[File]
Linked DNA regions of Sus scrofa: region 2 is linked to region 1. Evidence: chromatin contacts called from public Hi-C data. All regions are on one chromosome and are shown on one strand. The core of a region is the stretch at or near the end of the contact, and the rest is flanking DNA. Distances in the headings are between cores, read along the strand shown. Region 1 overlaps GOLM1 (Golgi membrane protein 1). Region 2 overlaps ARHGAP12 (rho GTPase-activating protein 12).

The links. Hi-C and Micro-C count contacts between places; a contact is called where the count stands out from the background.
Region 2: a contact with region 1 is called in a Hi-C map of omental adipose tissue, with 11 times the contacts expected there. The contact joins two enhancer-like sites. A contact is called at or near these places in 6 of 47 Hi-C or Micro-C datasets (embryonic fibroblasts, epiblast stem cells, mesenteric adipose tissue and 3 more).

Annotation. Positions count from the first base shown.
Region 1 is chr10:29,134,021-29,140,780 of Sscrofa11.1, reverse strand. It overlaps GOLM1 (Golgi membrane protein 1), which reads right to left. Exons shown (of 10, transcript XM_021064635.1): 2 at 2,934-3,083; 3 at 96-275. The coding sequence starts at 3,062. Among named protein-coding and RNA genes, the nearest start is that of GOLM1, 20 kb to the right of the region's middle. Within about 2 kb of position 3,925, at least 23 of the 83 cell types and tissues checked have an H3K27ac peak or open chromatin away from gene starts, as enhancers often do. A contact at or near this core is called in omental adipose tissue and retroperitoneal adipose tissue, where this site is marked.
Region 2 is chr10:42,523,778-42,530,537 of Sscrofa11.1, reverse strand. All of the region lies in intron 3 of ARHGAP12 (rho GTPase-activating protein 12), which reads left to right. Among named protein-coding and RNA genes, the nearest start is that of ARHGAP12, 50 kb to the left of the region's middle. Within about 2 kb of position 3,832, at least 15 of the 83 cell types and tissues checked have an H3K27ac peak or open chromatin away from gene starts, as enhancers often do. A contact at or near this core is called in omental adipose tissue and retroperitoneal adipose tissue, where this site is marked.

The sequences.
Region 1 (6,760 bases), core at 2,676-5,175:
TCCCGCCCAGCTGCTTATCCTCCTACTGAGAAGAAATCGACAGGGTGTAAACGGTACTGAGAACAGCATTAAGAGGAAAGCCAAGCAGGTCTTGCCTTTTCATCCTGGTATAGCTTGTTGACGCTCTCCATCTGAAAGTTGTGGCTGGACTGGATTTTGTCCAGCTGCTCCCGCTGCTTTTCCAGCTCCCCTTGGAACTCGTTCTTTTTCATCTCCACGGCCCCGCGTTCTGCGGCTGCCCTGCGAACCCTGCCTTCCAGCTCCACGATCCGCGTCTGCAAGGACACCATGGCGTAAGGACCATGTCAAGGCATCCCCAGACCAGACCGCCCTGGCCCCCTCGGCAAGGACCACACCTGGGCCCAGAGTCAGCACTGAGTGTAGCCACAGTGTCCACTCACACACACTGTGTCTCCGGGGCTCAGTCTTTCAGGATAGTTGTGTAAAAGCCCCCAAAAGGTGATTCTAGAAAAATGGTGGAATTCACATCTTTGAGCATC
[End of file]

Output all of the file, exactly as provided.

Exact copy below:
Linked DNA regions of Sus scrofa: region 2 is linked to region 1. Evidence: chromatin contacts called from public Hi-C data. All regions are on one chromosome and are shown on one strand. The core of a region is the stretch at or near the end of the contact, and the rest is flanking DNA. Distances in the headings are between cores, read along the strand shown. Region 1 overlaps GOLM1 (Golgi membrane protein 1). Region 2 overlaps ARHGAP12 (rho GTPase-activating protein 12).

The links. Hi-C and Micro-C count contacts between places; a contact is called where the count stands out from the background.
Region 2: a contact with region 1 is called in a Hi-C map of omental adipose tissue, with 11 times the contacts expected there. The contact joins two enhancer-like sites. A contact is called at or near these places in 6 of 47 Hi-C or Micro-C datasets (embryonic fibroblasts, epiblast stem cells, mesenteric adipose tissue and 3 more).

Annotation. Positions count from the first base shown.
Region 1 is chr10:29,134,021-29,140,780 of Sscrofa11.1, reverse strand. It overlaps GOLM1 (Golgi membrane protein 1), which reads right to left. Exons shown (of 10, transcript XM_021064635.1): 2 at 2,934-3,083; 3 at 96-275. The coding sequence starts at 3,062. Among named protein-coding and RNA genes, the nearest start is that of GOLM1, 20 kb to the right of the region's middle. Within about 2 kb of position 3,925, at least 23 of the 83 cell types and tissues checked have an H3K27ac peak or open chromatin away from gene starts, as enhancers often do. A contact at or near this core is called in omental adipose tissue and retroperitoneal adipose tissue, where this site is marked.
Region 2 is chr10:42,523,778-42,530,537 of Sscrofa11.1, reverse strand. All of the region lies in intron 3 of ARHGAP12 (rho GTPase-activating protein 12), which reads left to right. Among named protein-coding and RNA genes, the nearest start is that of ARHGAP12, 50 kb to the left of the region's middle. Within about 2 kb of position 3,832, at least 15 of the 83 cell types and tissues checked have an H3K27ac peak or open chromatin away from gene starts, as enhancers often do. A contact at or near this core is called in omental adipose tissue and retroperitoneal adipose tissue, where this site is marked.

The sequences.
Region 1 (6,760 bases), core at 2,676-5,175:
TCCCGCCCAGCTGCTTATCCTCCTACTGAGAAGAAATCGACAGGGTGTAAACGGTACTGAGAACAGCATTAAGAGGAAAGCCAAGCAGGTCTTGCCTTTTCATCCTGGTATAGCTTGTTGACGCTCTCCATCTGAAAGTTGTGGCTGGACTGGATTTTGTCCAGCTGCTCCCGCTGCTTTTCCAGCTCCCCTTGGAACTCGTTCTTTTTCATCTCCACGGCCCCGCGTTCTGCGGCTGCCCTGCGAACCCTGCCTTCCAGCTCCACGATCCGCGTCTGCAAGGACACCATGGCGTAAGGACCATGTCAAGGCATCCCCAGACCAGACCGCCCTGGCCCCCTCGGCAAGGACCACACCTGGGCCCAGAGTCAGCACTGAGTGTAGCCACAGTGTCCACTCACACACACTGTGTCTCCGGGGCTCAGTCTTTCAGGATAGTTGTGTAAAAGCCCCCAAAAGGTGATTCTAGAAAAATGGTGGAATTCACATCTTTGAGCATC